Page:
The High Times Interview: Hannibal Buress

If you check out the website of comedian Hannibal Buress, this is what you’ll read on the bio page: “He’s appeared on television a lot. At least 10 times. Actually it’s way more than that. He’s the cohost of The Eric Andre Show on Adult Swim. He’s a cast member on Broad City on Comedy Central. He’s had failed TV show deals of his own. He tours regularly doing stand-up comedy. There’s other stuff on Google that you can find. Have a nice day.”

That modest blurb belies the comedian’s soaring stock. Currently in the midst of his “Comedy Camisado” tour, Buress is a fresh comic voice blessed with the ability to find humor in his own foibles and travails and then deliver it to the audience in what seem to be unplanned, completely impromptu stream-of-consciousness riffs. A budding celebrity without artifice, Buress is genuinely thankful to be where he is today—and as he discovers the ins and outs of being a star, he continues to mine even more nuggets of absurdity for laughs.

I know of two Hannibals—Hannibal Lecter and the Hannibal who nearly conquered Rome riding elephants. How did you get your name?

I’m named after the guy who nearly conquered Rome.

Why did your parents name you Hannibal?

’Cause it’s a great name and they expected great things for me.

Where did you grow up?

The west side of Chicago. It was good, man. It was, uh … a horrible neighborhood, but it was okay—nothing too crazy. Overall, I had a pretty solid upbringing.

Were you known as a funny kid?

Yeah. What I mean is, people goof off in high school and grade school, but I didn’t know that I wanted to do comedy. You act funny for your own personal gain. I wasn’t the funniest in my group—in high school, I had friends that were definitely funnier. We always talked about each other’s clothes or just talked trash to each other. You had to be funny, because if you had no acumen for humor at all, you would just get crushed. People gonna roast you, so you had to have some jokes.

So when did comedy become a serious thing for you?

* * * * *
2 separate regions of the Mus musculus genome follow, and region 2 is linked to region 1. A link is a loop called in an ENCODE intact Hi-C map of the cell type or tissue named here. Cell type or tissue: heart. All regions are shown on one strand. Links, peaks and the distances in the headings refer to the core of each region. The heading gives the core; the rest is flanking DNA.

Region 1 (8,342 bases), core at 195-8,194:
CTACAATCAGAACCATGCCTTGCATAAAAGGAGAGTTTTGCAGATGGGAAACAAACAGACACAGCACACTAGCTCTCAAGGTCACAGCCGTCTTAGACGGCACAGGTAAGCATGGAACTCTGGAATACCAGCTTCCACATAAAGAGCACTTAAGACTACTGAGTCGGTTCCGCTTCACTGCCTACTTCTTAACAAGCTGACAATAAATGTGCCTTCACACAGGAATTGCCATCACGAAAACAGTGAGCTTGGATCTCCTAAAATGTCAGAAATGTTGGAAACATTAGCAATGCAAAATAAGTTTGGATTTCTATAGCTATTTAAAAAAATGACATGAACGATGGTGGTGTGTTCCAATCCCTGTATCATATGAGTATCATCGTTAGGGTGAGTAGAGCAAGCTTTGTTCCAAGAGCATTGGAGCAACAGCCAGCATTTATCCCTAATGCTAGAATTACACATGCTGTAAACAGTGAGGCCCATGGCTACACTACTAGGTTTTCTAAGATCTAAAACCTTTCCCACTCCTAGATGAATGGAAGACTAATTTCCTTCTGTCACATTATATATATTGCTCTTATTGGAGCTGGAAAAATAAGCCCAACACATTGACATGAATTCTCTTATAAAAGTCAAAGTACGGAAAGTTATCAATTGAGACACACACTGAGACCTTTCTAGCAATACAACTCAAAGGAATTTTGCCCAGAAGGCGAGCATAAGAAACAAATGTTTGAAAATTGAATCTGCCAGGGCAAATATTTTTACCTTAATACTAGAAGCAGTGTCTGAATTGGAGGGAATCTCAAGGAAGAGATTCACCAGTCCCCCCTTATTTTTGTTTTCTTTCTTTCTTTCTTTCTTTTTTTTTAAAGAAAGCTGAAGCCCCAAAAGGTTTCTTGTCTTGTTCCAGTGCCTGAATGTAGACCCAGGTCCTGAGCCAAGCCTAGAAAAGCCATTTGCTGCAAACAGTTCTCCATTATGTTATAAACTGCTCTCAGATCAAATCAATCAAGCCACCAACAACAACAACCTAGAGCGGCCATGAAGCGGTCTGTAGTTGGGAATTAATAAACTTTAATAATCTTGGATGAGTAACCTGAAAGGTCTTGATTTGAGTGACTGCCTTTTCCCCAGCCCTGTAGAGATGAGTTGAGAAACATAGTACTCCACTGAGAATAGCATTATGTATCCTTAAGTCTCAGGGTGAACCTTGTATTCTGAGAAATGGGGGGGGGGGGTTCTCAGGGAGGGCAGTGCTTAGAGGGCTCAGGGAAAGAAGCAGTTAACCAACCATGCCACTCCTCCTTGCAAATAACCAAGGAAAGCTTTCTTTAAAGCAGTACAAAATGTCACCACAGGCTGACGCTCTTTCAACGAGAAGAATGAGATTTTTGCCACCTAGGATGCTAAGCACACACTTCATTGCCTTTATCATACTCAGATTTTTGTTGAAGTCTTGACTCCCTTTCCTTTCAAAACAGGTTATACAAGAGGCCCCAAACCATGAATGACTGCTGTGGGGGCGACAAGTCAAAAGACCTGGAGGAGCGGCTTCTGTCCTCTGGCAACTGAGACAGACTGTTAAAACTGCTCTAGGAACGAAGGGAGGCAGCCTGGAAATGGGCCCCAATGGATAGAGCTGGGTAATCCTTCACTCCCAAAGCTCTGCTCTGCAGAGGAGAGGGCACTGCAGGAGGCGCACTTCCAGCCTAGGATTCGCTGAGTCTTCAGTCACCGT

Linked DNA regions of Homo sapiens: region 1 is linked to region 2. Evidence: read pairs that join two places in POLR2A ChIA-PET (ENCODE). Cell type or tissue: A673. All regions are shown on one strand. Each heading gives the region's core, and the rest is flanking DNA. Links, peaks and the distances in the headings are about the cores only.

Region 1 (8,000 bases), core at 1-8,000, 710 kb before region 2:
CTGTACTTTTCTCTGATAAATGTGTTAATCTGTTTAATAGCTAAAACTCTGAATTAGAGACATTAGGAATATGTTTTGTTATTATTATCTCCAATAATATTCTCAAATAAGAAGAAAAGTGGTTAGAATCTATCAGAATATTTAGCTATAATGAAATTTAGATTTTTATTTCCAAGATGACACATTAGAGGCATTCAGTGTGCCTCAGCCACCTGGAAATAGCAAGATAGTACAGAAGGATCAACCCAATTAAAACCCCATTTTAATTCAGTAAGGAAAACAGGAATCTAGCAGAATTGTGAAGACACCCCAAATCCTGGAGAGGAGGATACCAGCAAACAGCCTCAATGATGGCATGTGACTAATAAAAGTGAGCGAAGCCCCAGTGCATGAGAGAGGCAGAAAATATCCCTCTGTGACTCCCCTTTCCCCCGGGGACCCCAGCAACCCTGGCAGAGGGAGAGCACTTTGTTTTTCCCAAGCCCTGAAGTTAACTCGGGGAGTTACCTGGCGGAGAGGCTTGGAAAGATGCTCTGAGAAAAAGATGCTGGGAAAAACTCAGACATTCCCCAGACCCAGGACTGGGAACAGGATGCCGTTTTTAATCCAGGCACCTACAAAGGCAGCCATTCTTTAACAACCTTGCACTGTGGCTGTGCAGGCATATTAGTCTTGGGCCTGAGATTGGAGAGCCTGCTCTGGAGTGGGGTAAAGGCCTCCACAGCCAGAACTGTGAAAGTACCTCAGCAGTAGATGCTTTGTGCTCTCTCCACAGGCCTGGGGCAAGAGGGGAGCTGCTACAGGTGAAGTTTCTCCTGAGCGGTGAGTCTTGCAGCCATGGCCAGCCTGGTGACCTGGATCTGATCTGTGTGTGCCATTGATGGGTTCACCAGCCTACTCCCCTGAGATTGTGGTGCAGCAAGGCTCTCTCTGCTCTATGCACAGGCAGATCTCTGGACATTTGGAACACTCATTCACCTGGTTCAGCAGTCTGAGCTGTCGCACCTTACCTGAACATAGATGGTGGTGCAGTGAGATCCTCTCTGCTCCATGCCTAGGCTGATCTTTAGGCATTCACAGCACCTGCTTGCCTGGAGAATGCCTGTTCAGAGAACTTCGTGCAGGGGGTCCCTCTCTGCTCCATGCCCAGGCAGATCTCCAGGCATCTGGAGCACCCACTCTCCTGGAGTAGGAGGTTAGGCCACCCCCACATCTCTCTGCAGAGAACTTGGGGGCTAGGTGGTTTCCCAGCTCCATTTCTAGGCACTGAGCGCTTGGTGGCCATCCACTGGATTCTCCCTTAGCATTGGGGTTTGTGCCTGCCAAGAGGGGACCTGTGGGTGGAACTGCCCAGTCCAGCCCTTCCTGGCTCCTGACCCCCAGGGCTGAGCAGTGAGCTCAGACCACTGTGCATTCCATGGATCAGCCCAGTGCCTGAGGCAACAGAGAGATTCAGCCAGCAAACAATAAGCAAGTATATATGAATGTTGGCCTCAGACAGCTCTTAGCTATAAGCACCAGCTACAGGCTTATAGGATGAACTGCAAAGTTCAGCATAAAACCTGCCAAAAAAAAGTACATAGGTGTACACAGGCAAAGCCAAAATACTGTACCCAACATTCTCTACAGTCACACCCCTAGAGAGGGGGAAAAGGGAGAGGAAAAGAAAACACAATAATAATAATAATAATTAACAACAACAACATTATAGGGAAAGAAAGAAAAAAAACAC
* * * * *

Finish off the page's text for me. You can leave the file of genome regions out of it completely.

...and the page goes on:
I started doing it in 2002. I started going to the open-mic things in college. I went and watched and decided to try it out and got into it from there. It was a lot of fun. It was intoxicating. I just really enjoyed performing—I enjoyed having that outlet to send out my ideas and be creative.

Is the process discouraging, having to wait around for time slots? Sometimes you have no audience. Is it hard to stay optimistic and driven?

No, ’cause I just really wanted do it. So if it means being 35th on the open mic, what else do I have to do that’s better than trying to pursue my dreams, even if I had to wait two or three hours? I was in my early 20s. I can’t think of what I’d rather have been doing. Yeah, some of the time, it wasn’t ideal—but if you’re trying to do what you wanna do, you go through that.

There’s a certain naïve truth to your standup; you reveal the comedy of a situation almost unknowingly. Did you develop that style over time?

It’s just what I know. There’s not really “development” to it—it’s just what I really think about things and how I see the world. For the most part, the stuff that I do onstage is pretty close to what I think. Every now and then I’ll exaggerate, say something kind of crazy. But 95 percent is how I really feel about stuff. It’s not a façade—it’s not a character or anything. It’s what I think.

But as a comedian, you’re certainly aware of the rhythms in the delivery of a joke. Woody Allen said that sometimes he could take a whole day constructing the rhythm for a single joke.